How Much Does a Phlebotomist Make?
Are you interested in a scientific career? Do you want to work closely with patients? You might consider a career as a phlebotomist. Are you wondering how much you might earn in this career? Continue reading this article below to learn more about the career, the salary earned and the job outlook. Schools offering Clinical Laboratory Science degrees can also be found in these popular choices.
A phlebotomist is a clinical laboratory technician that collects samples of blood. Drawing blood is normally done to test or use in a transfusion process. You are responsible for maintaining safety standards and following protocols to keep yourself and patients safe. It is your job to handle and dispose of the needles carefully, use universal precautions and follow all standards for proper blood draws to protect against disease and infection.
You could work at hospitals, outpatient care centers, nursing homes or blood drives. Training for the job may be obtained through a technical course, a degree program or on the job. You may be required to get certified through one of the national certification organizations. Certification requirements may include education guidelines that must be met before you can become certified.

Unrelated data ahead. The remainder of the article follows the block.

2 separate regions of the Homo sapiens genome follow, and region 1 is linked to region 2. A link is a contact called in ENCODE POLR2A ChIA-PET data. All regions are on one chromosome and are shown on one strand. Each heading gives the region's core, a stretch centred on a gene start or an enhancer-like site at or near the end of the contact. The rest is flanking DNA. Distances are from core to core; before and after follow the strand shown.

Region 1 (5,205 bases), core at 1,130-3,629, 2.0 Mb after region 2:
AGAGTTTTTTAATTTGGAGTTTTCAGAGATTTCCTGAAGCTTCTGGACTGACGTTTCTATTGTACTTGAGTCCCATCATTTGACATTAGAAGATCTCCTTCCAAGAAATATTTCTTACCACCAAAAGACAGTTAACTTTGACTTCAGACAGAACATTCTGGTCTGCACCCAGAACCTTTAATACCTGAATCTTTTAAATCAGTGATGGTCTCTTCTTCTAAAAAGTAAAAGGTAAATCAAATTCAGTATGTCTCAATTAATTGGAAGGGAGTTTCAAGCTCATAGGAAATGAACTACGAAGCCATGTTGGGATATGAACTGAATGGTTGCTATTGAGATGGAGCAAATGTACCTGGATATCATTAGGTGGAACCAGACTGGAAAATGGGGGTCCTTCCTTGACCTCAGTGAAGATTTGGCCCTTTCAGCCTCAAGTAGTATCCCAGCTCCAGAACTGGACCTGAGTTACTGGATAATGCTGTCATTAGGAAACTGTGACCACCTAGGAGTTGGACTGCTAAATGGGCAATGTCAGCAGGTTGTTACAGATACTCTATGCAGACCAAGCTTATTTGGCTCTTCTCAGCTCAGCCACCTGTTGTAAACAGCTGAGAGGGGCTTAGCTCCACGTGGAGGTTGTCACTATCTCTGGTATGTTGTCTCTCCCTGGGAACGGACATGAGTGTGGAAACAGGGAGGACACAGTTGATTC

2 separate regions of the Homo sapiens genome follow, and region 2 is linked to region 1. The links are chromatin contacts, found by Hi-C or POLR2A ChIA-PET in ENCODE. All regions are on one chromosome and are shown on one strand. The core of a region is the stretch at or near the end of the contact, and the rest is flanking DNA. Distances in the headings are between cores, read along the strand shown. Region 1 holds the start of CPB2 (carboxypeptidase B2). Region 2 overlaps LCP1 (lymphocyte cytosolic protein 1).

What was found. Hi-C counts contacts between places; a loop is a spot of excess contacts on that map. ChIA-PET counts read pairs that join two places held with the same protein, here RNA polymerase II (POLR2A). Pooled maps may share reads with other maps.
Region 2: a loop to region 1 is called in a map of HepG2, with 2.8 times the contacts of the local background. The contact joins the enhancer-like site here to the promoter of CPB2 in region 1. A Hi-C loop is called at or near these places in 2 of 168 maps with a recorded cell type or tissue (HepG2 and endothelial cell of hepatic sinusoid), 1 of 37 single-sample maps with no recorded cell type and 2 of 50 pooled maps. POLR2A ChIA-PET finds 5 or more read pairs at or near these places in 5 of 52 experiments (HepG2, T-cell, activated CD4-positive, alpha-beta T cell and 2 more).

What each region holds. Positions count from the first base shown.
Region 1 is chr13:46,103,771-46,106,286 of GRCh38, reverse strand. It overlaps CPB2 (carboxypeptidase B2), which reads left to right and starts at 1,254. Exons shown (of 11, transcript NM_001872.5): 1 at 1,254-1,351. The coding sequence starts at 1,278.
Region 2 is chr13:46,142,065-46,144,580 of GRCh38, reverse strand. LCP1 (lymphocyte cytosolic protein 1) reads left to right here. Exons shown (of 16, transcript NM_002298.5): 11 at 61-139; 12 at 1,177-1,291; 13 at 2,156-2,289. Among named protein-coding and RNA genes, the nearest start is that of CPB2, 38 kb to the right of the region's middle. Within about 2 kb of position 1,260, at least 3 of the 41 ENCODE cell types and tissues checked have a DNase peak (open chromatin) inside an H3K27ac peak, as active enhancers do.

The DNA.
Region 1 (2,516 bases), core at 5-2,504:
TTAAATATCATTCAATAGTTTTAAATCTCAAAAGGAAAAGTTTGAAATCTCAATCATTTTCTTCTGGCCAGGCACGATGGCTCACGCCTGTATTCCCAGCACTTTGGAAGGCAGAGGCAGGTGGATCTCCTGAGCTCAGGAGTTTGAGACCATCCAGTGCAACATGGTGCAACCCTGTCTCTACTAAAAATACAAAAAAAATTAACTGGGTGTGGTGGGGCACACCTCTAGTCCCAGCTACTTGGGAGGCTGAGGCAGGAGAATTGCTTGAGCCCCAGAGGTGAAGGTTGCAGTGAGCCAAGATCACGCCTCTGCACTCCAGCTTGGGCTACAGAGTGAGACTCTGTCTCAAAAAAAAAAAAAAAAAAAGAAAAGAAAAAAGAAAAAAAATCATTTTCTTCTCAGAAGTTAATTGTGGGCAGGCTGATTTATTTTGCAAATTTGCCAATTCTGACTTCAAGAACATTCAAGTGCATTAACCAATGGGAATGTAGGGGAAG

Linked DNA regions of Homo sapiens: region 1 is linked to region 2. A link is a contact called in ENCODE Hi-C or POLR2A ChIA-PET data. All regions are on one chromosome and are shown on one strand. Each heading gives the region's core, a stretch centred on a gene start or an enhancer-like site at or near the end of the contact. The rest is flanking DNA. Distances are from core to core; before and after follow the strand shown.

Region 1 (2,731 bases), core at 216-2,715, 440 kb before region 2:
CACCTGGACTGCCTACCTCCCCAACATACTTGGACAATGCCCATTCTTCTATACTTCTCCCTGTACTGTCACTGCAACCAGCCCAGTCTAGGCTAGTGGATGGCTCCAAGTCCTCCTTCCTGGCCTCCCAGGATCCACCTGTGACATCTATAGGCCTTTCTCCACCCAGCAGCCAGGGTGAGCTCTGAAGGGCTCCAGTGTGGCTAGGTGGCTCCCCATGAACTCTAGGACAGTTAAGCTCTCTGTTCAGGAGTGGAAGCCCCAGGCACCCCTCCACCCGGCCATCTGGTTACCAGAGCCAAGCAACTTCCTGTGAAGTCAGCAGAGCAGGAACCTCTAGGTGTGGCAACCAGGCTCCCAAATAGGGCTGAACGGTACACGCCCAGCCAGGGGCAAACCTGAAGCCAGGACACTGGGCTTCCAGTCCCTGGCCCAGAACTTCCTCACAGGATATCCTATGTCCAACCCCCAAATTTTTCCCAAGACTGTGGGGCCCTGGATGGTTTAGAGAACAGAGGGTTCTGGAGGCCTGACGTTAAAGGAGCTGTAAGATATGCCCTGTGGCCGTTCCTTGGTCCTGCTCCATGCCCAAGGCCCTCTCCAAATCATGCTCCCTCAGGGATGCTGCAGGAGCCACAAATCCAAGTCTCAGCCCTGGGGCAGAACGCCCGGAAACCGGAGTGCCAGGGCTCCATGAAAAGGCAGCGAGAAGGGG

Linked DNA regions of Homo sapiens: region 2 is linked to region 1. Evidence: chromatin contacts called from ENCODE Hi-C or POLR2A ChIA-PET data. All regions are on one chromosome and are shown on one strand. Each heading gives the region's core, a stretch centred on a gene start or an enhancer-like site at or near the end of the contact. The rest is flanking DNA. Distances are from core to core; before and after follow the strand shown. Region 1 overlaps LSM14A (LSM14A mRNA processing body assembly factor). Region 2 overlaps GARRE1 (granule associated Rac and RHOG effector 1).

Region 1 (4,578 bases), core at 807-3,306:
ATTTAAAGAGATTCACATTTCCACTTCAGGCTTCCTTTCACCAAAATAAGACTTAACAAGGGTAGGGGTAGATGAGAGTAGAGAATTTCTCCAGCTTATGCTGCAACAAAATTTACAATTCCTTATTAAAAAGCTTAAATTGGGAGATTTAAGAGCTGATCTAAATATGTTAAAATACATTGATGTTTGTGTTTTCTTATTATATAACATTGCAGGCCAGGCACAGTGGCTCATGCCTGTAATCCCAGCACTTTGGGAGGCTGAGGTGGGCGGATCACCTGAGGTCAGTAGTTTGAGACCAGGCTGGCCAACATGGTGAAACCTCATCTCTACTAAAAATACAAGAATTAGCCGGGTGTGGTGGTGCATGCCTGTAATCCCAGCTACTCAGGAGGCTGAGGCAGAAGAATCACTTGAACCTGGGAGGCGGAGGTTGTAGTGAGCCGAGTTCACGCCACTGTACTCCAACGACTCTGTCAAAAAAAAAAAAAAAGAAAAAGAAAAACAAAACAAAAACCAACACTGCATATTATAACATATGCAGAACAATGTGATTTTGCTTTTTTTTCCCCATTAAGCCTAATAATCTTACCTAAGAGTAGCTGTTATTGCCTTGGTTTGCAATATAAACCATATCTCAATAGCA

The American Society for Clinical Pathology (ASCP) in their 2010 wage survey found that certified phlebotomists with an average of over eight years of experience made $13.50 a hour on average in a laboratory staff position and certification allowed workers to make about 10% more an hour (www.ascp.org). If they were in a supervisor or manager position in a laboratory staff with an average of over ten years of experience, then the average salary was $20.08 an hour and about 7% more for those who were certified. A more recent account of wages for this field came from Salary.com in September 2011. This site reported the median salary for phlebotomists was $29,395.
The BLS reported that rapid job growth is expected for clinical laboratory workers, including phlebotomists, due to a 14% job growth from 2008-2018. This is faster than the average growth when compared to other occupations. This growth is contributed to the increases in the population and development of new technology. As new tests come out in this field, it is necessary to have workers who are able to perform them correctly.
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